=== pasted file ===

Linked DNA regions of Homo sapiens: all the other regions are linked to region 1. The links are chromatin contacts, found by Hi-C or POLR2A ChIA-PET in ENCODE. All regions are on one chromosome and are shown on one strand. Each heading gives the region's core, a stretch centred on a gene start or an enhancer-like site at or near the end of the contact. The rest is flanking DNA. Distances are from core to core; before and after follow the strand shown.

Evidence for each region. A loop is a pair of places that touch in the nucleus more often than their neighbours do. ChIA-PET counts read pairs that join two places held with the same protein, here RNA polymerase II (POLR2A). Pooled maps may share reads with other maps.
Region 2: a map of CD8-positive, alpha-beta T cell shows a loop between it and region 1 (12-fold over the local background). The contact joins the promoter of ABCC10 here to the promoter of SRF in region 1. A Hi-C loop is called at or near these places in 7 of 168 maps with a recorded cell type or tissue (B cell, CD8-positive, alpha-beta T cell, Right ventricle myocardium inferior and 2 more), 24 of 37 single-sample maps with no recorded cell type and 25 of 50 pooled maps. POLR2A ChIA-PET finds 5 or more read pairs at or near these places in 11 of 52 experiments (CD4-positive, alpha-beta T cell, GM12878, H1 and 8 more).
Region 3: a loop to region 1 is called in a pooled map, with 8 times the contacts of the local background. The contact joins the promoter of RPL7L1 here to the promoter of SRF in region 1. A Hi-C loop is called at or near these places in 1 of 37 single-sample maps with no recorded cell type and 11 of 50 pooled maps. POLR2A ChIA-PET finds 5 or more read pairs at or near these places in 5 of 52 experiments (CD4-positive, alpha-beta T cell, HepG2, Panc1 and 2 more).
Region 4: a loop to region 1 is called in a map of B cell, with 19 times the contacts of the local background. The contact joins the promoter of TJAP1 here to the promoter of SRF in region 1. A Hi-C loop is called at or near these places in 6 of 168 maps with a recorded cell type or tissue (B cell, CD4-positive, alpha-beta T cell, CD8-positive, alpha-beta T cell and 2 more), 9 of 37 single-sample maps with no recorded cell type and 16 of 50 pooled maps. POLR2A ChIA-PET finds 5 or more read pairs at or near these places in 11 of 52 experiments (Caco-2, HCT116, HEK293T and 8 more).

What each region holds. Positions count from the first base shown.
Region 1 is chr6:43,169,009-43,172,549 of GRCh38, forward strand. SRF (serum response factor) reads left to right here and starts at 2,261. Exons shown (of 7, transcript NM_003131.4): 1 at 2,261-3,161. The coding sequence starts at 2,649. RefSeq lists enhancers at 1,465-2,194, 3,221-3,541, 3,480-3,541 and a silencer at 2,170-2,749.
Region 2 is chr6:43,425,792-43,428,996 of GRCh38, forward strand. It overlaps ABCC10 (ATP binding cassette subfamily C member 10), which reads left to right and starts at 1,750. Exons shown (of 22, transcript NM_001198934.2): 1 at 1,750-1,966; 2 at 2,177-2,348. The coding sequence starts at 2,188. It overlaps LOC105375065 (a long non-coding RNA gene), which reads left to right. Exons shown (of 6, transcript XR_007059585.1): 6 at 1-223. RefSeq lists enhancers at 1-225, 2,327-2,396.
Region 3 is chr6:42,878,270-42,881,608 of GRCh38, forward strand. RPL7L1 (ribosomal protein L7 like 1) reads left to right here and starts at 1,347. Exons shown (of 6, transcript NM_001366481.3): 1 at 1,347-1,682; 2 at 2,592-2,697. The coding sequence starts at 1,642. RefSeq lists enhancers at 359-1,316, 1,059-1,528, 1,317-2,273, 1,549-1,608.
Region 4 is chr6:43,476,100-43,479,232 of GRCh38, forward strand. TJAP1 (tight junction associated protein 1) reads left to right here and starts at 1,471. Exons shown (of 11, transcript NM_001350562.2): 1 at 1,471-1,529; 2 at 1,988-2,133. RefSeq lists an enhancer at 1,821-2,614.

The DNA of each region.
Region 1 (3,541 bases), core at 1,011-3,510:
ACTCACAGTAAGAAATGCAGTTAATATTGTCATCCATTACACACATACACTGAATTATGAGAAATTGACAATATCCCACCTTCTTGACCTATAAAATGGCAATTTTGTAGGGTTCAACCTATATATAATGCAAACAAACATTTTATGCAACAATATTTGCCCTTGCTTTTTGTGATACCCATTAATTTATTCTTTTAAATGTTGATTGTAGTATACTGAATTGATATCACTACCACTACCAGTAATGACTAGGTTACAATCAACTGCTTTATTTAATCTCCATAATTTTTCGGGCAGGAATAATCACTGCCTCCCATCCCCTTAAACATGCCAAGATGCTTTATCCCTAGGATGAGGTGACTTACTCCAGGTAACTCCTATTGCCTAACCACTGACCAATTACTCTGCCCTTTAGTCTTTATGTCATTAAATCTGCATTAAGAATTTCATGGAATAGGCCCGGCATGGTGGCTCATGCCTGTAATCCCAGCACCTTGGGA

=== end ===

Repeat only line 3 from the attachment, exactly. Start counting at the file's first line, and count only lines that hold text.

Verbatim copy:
Region 2: a map of CD8-positive, alpha-beta T cell shows a loop between it and region 1 (12-fold over the local background). The contact joins the promoter of ABCC10 here to the promoter of SRF in region 1. A Hi-C loop is called at or near these places in 7 of 168 maps with a recorded cell type or tissue (B cell, CD8-positive, alpha-beta T cell, Right ventricle myocardium inferior and 2 more), 24 of 37 single-sample maps with no recorded cell type and 25 of 50 pooled maps. POLR2A ChIA-PET finds 5 or more read pairs at or near these places in 11 of 52 experiments (CD4-positive, alpha-beta T cell, GM12878, H1 and 8 more).